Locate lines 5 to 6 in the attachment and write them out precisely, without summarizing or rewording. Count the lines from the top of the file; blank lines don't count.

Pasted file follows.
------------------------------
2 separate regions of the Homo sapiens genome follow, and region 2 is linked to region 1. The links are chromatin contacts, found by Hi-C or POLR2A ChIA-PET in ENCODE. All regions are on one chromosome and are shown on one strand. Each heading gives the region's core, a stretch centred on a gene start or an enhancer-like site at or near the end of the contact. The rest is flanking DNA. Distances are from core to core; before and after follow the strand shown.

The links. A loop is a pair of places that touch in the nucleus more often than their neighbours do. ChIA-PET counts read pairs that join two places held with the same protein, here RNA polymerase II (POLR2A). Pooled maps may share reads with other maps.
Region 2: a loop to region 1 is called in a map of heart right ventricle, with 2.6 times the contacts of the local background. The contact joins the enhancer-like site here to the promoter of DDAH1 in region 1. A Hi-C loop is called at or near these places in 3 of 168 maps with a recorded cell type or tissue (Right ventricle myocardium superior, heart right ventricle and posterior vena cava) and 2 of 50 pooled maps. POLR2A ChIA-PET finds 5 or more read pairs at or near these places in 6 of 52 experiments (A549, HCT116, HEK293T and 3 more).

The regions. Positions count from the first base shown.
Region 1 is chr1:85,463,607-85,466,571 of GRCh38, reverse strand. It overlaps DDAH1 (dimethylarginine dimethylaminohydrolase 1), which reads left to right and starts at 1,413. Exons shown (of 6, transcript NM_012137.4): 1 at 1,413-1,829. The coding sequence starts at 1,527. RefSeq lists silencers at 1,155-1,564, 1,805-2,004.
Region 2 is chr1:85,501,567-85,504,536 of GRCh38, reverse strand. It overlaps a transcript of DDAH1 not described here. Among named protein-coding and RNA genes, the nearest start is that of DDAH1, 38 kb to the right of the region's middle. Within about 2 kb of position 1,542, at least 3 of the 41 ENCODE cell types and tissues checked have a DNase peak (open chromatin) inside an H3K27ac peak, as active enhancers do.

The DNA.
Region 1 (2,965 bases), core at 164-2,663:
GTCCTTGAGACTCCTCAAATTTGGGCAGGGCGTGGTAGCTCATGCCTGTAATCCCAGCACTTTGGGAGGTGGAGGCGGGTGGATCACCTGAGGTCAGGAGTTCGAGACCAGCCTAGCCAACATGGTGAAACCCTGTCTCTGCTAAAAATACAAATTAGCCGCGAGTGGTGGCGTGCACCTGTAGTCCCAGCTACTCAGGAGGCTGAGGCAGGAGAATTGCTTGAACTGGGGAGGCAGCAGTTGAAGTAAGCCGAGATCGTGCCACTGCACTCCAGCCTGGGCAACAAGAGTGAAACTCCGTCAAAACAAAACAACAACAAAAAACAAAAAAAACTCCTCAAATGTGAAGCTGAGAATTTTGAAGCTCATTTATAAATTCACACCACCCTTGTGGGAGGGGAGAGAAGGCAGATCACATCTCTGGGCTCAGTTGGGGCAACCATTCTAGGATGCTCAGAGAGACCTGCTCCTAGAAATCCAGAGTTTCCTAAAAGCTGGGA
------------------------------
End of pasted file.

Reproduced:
Region 1 is chr1:85,463,607-85,466,571 of GRCh38, reverse strand. It overlaps DDAH1 (dimethylarginine dimethylaminohydrolase 1), which reads left to right and starts at 1,413. Exons shown (of 6, transcript NM_012137.4): 1 at 1,413-1,829. The coding sequence starts at 1,527. RefSeq lists silencers at 1,155-1,564, 1,805-2,004.
Region 2 is chr1:85,501,567-85,504,536 of GRCh38, reverse strand. It overlaps a transcript of DDAH1 not described here. Among named protein-coding and RNA genes, the nearest start is that of DDAH1, 38 kb to the right of the region's middle. Within about 2 kb of position 1,542, at least 3 of the 41 ENCODE cell types and tissues checked have a DNase peak (open chromatin) inside an H3K27ac peak, as active enhancers do.